[QODLink]
Americas
US advised to avoid land wars
Defence secretary underscores importance of Iraq and Afghan lessons but cautions against future involvement.
Last Modified: 26 Feb 2011 09:55 GMT
Gates, who has said he will leave office this year, predicts that future conflicts will look radically different [AFP]

Robert Gates, the US defence secretary, has warned that the US should avoid future land wars such as those it has fought in Iraq and Afghanistan but not forget the difficult lessons learned in those conflicts.

Gates was chosen as defence secretary by George Bush, the former president, and given the job of rescuing the military from what many saw as an unwinnable war in Iraq by Barack Obama, the incumbent president.

In Depth
  Video: Al Jazeera Interviews Robert Gates
  Profile: Robert Gates

"In my opinion, any future defence secretary who advises the president to again send a big American land army into Asia or into the Middle East or Africa should have his head examined," Gates said in a speech to cadets at the US Military Academy at West Point, in New York state, on Friday.

As a result of the last 10 years at war, West Point cadets are joining a force that is "resilient but also stressed and tired", Gates said during what is expected to be his last address at the training ground for future army officers.

"The army must prepare itself for the complex threats it will face in the future, including terrorists seeking weapons of mass destruction, outlier nations capable of nuclear warfare and the modern militaries being assembled in Russia and China," he said.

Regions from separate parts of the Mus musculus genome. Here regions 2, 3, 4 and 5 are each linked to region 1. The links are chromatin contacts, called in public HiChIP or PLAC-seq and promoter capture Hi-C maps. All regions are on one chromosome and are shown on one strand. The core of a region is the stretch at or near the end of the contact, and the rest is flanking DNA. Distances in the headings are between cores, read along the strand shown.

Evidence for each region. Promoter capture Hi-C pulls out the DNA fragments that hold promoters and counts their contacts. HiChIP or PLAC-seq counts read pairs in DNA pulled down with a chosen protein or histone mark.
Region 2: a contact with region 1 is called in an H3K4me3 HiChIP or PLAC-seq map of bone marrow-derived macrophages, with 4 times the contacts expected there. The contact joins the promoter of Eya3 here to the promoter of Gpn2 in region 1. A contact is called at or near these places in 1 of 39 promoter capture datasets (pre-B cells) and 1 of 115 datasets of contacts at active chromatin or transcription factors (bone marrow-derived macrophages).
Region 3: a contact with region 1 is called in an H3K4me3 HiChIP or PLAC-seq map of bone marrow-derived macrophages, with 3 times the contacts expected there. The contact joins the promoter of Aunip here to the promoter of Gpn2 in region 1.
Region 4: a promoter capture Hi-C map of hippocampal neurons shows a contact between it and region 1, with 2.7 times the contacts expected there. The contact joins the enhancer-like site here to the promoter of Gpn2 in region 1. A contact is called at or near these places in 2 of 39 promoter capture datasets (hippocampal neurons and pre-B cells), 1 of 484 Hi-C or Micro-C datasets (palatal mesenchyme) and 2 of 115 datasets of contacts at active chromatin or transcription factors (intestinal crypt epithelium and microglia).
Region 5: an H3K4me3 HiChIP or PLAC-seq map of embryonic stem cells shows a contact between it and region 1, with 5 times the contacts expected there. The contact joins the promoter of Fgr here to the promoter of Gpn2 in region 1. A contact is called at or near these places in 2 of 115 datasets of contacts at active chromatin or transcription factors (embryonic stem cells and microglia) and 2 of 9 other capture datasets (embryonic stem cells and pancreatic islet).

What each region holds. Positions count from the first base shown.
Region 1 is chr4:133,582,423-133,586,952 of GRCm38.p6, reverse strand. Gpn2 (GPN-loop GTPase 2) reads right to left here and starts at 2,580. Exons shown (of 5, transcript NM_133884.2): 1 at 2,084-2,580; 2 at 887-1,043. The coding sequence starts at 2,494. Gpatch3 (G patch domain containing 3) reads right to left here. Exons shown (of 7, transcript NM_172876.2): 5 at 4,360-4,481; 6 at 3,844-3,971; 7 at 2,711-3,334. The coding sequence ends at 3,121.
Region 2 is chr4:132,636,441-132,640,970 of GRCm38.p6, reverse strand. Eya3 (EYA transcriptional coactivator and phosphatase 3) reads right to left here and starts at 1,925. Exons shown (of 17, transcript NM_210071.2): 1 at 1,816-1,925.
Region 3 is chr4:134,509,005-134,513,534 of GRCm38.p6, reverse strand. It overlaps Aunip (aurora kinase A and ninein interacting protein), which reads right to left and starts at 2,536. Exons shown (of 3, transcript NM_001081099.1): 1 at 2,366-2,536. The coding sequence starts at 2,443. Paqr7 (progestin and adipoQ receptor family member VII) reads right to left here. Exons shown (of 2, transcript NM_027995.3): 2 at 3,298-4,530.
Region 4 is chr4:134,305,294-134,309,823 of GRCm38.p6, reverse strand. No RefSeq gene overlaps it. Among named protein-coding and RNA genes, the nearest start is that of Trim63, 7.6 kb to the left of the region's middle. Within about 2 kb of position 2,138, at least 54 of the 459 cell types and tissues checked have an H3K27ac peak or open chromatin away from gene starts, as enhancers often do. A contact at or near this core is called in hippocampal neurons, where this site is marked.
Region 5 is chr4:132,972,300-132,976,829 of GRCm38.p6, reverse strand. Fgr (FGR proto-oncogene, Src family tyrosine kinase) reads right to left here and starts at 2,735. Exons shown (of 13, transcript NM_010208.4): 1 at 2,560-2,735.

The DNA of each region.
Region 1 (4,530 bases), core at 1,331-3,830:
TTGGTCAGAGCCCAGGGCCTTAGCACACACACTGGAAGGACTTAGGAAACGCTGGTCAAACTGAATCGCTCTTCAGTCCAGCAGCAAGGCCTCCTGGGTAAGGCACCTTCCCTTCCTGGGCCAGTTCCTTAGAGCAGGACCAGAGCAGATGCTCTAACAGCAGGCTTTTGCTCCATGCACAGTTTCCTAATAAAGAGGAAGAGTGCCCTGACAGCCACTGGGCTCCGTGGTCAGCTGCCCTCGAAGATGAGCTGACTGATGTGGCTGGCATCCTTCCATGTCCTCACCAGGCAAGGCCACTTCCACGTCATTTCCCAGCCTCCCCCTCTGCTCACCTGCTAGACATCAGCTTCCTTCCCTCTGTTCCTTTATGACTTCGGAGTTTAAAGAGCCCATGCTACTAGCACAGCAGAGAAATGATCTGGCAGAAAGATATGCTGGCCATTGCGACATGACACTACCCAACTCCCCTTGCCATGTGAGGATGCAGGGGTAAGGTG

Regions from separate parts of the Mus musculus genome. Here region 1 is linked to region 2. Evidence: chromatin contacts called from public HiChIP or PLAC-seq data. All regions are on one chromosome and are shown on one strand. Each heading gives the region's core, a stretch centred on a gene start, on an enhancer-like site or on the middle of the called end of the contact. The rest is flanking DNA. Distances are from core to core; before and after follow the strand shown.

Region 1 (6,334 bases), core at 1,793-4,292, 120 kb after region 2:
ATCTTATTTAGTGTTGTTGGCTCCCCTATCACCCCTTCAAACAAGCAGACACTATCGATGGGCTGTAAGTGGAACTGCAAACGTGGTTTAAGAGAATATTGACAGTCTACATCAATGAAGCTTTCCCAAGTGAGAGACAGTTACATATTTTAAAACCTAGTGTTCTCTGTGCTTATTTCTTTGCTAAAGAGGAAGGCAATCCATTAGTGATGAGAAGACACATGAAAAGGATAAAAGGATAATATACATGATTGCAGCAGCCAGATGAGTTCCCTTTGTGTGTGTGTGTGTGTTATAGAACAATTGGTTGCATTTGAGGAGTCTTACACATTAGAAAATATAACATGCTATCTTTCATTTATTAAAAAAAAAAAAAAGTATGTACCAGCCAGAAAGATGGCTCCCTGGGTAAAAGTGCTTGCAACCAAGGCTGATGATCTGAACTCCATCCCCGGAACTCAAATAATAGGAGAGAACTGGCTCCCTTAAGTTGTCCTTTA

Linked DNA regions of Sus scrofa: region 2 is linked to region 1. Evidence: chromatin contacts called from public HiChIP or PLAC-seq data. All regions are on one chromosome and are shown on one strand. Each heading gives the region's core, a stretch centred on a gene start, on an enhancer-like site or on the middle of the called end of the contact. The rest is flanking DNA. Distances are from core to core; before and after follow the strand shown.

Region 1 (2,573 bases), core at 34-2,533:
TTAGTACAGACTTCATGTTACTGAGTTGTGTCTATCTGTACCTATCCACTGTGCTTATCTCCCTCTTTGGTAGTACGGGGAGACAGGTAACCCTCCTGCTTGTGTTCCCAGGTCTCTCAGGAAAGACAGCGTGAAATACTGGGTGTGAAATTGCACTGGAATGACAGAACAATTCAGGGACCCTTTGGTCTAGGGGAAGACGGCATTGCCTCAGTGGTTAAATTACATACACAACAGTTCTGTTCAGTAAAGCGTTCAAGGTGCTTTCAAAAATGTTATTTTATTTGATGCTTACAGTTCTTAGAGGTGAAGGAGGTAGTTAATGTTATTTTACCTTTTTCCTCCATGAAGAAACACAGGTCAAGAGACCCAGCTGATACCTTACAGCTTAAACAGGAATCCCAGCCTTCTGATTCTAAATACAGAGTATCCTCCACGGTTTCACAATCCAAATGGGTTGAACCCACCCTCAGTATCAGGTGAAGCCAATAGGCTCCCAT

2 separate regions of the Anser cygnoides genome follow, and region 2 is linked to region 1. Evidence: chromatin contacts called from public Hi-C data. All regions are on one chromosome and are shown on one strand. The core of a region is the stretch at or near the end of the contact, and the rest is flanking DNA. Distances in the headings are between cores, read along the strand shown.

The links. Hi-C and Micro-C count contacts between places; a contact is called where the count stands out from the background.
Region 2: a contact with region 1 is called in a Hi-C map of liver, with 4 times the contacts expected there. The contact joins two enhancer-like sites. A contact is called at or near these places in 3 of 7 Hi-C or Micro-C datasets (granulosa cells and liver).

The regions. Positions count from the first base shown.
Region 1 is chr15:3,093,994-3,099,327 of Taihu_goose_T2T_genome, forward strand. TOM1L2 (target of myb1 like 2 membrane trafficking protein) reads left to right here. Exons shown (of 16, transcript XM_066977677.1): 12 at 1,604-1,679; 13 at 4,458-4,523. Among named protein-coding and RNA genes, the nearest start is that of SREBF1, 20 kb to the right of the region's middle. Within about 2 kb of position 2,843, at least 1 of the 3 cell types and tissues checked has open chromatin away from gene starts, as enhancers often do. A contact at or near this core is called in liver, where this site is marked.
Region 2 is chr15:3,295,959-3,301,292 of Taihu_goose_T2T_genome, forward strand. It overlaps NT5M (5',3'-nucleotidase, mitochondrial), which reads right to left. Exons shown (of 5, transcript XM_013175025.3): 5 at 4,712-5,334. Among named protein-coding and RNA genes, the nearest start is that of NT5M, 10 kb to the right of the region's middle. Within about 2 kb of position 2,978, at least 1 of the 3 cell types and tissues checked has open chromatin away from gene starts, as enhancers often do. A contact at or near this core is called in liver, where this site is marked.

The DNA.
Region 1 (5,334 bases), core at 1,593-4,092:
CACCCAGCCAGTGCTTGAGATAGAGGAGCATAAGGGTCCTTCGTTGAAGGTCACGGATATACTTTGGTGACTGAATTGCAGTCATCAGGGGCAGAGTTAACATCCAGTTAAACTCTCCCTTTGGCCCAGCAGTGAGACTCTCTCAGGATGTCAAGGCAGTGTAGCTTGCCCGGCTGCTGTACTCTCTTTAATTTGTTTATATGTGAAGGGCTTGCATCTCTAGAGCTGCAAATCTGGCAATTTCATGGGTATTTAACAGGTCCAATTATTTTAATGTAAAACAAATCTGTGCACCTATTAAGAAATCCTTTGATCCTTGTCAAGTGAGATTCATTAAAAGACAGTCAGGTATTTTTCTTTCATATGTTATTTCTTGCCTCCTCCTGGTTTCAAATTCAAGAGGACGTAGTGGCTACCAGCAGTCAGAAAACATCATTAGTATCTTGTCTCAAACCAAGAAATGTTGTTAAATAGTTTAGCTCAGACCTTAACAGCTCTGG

Today's army is filled with soldiers who have had "little opportunity to do more than catch their breath and then get ready for the next deployment',' Gates said.

Gates, who has said he will leave office this year, but has not announced when, laid out his vision for the future of the US army as it regroups after a decade of long and repeated deployments to Iraq and Afghanistan.

Gates said conflicts will require Navy and Air Force engagements, not head-on clash of big land forces [AFP]

"The army has made a painful war-driven transition from a force designed to face off against other large militaries to a more nimble service that trains other armies and takes on nation-building even as it hunts insurgents," Gates said.

"It must better prepare itself to continue to face such unconventional threats and unorthodox duties in the future."

Gates has made many decisions regarding the nation's 1.1 million-strong ground force since he took over the senior Pentagon role in December 2006.

He came in facing an escalating war in Iraq that was requiring more forces.

Over time he sent thousands more troops into Iraq to a peak of nearly 180,000 and was forced to extend soldiers' deployment tours from 12 months to 15 months.

As the Iraq war began to wind down, he and the Obama administration ordered another surge this time into Afghanistan, where they are battling entrenched uprisings in the south and east.

Future high-end conflicts involving the US military are more likely to be fought with air and sea power instead of large ground forces such as the one that invaded Iraq in 2003 and the one in Afghanistan, he said.

Source:
Agencies
Topics in this article
People
Country
Organisation
Featured on Al Jazeera
'Justice for All' demonstrations swell across the US over the deaths of African Americans in police encounters.
Six former Guantanamo detainees are now free in Uruguay with some hailing the decision to grant them asylum.
Disproportionately high number of Aboriginal people in prison highlights inequality and marginalisation, critics say.
Nearly half of Canadians have suffered inappropriate advances on the job - and the political arena is no exception.
Featured
Women's rights activists are demanding change after Hanna Lalango, 16, was gang-raped on a bus and left for dead.
Buried in Sweden's northern forest, Sorsele has welcomed many unaccompanied kids who help stabilise a town exodus.
A look at the changing face of North Korea, three years after the death of 'Dear Leader'.
While some fear a Muslim backlash after café killings, solidarity instead appears to be the order of the day.
Victims spared by the deadly disease are reporting blindness and other unexpected post-Ebola health issues.